Cherchesov junior was playing for FC Olimp-Dolgoprudny, a Russian Professional League group two side, when he advanced from his line in a bid to thwart an opposition Rodina player who was rushing towards goal.

The match was stopped for several minutes after the 25-year-old was hit in the head by the player’s knee with 26 minutes played, requiring medical staff to bring him back to consciousness before he was stretchered to an ambulance by the side of the pitch.

Cherchesov was said to have been awake again on his way to Dolgoprudny Central City Hospital, where he was pictured raising his thumbs to the camera as he was given an MRI scan in full kit.

The club announced that their unfortunate keeper had suffered concussion, suspected closed craniocerebral trauma and a fracture of the lower jaw in the ugly incident.

Writing on social media, they had earlier said: “Injuries are part of football. We wish our goalkeeper a speedy return to the field.

“Stanislav Cherchesov feels well and is already undergoing an examination.”

Perhaps unsettled by the troubling injury to their number one, Dolgoprudny conceded the first goal of the match just two minutes after Cherchesov’s premature departure.

They remained a goal down until the 75th minute but scored twice in the closing stages to stay top of the table and give Cherchesov a boost in his recovery.

An admirer of legendary Russia goalkeeper Lev Yashin, Chercheshov was born in Dresden and started playing in goal as a five-year-old in Austria, where his father, who made 39 appearances for Russia, coached Kufstein and Wacker Tirol.

He moved to Russia in 2013 and signed for Dinamo Moscow during his dad’s brief spell in charge of the club between 2014 and 2015, going on to represent Chornomorets, Baltika and Olimp (Khimki).

Despite watching him save three penalties in a Russian Cup match earlier this season, veteran Dolgoprudny manager Rinat Bilyaletdinov said that he would continue to rotate Cherchesov and his other two goalkeepers.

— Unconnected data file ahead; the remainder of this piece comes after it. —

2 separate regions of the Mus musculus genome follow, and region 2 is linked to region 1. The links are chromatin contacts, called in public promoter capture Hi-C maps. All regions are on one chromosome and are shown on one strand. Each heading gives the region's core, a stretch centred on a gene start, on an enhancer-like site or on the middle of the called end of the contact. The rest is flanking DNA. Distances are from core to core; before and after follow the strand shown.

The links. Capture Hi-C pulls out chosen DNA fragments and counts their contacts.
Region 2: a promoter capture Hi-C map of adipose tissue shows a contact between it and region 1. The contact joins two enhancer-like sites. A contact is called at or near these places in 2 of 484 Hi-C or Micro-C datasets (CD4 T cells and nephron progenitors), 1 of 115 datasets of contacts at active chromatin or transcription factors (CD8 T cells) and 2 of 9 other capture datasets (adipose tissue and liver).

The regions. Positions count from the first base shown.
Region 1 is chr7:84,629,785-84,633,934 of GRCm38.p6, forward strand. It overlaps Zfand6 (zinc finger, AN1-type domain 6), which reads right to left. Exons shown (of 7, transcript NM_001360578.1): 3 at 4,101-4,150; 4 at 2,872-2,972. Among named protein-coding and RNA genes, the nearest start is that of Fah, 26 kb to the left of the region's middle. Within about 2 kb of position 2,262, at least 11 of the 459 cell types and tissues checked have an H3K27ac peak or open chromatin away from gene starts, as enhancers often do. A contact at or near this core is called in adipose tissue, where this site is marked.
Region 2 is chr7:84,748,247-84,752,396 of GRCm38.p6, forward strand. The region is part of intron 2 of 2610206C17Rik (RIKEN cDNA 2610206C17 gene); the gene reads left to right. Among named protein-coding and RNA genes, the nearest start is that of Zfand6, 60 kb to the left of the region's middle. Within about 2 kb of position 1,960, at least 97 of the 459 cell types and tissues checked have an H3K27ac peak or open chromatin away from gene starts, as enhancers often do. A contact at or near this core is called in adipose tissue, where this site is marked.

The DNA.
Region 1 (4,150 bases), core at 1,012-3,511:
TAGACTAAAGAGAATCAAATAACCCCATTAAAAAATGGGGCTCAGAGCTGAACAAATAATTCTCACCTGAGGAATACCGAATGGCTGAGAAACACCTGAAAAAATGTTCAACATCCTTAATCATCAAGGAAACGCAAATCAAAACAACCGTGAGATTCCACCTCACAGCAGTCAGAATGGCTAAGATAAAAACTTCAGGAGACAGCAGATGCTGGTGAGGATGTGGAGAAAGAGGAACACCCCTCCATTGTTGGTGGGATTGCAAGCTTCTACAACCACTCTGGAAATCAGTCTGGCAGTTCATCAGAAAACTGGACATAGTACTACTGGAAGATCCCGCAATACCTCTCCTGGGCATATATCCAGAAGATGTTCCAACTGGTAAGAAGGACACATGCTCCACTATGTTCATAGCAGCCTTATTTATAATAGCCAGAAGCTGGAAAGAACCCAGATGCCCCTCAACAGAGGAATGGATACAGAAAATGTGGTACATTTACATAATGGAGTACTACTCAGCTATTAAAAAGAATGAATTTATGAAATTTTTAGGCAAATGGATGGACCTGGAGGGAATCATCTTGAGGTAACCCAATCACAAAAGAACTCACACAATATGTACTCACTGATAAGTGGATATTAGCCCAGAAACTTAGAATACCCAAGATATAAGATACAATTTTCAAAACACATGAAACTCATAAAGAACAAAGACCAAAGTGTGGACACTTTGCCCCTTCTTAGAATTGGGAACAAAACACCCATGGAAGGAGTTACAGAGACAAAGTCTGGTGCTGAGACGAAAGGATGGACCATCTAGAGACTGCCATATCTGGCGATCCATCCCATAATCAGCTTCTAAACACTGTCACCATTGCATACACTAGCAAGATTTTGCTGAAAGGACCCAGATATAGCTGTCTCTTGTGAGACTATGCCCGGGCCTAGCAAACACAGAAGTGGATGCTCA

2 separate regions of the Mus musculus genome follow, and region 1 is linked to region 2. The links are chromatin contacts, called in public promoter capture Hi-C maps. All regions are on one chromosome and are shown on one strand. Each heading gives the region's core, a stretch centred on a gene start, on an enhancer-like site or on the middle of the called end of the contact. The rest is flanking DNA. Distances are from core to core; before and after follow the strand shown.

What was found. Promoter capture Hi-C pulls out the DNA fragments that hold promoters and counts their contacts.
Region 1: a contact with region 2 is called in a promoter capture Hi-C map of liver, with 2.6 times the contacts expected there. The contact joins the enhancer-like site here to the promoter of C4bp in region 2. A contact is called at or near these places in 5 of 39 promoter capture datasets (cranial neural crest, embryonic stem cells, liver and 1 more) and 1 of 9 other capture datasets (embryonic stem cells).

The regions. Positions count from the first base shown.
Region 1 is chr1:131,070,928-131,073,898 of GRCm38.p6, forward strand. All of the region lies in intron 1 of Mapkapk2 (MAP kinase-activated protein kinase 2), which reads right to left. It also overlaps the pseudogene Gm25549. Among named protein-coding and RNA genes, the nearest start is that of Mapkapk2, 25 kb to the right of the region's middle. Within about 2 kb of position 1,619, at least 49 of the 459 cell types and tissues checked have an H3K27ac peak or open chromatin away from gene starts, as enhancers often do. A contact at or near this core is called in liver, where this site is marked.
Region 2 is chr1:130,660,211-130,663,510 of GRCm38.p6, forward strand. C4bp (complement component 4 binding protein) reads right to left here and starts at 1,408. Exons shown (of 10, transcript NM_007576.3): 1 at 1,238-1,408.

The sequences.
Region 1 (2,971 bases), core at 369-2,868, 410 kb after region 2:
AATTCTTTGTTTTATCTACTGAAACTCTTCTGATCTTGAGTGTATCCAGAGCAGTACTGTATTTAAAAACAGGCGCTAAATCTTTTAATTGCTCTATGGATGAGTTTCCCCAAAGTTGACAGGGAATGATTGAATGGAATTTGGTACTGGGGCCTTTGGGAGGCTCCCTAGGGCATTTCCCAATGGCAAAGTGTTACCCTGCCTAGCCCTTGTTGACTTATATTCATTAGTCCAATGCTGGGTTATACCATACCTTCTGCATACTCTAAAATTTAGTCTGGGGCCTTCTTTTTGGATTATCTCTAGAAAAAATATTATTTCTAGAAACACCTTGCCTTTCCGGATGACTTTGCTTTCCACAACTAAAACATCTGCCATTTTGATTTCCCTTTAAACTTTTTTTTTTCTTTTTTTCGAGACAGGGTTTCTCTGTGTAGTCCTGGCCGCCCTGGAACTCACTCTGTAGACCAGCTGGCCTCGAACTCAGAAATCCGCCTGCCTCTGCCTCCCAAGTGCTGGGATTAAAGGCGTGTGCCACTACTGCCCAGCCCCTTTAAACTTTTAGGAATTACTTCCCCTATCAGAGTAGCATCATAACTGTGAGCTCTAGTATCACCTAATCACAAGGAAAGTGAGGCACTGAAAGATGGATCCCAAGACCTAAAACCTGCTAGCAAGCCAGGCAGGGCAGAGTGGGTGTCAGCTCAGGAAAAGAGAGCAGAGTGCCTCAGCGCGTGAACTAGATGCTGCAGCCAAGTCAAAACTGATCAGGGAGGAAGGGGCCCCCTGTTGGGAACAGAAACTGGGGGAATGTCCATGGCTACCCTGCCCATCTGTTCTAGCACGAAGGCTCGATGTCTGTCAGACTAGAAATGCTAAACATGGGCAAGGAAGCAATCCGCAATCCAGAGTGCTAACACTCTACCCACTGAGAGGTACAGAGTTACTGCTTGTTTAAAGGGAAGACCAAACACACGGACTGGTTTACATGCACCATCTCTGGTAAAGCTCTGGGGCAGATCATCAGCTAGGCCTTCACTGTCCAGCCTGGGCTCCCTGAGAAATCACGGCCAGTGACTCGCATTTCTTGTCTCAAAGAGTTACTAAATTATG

Cherchesov’s father spent most of his playing career at Spartak Moscow, making more than 150 appearances for the Russian giants as he won the Soviet Top League and Russian Premier League twice each.

He won the USSR’s Best Goalkeeper in 1989 and 1990 and Russia’s Best Goalkeeper of 1992 before playing for his country in the 1994 World Cup and EURO 1996.

Leave a Reply

Your email address will not be published. Required fields are marked *

You May Also Like

Plunkett at ease with England omission and open to playing for US

The Independent employs over 100 journalists around the world to bring you news you can trust. Please consider a contribution or subscription. World Cup winner Liam Plunkett was neither surprised nor disappointed to be absent from England‘s summer training group…

Champions League and Europa League postponed over coronavirus

Europe’s key football showcases, planned for May, have been postponed because of the COVID-19 crisis, UEFA says. The finals for the Champions League, Europa League and Women’s Champions League will be put back to a new date. It comes with…

F1 circuits could choose not to host races due to coronavirus fallout

FIA president Jean Todt fears the rescheduled Formula One season could be further hampered by circuits who do not want to host races while the coronavirus pandemic remains at the forefront of the public’s minds. F1 bosses are hopeful of…

Perfect match: Evgenia Medvedeva ranked among Top 5 world stars who portrayed anime favorite ‘Sailor Moon’

The poll was conducted by the Japanese outlet Crank In, featuring the best portrayals of the iconic anime schoolgirl by world stars. Along with Medvedeva, the list includes popular singer Billie Eilish and actress Emily Bett Rickards. Two-time world figure…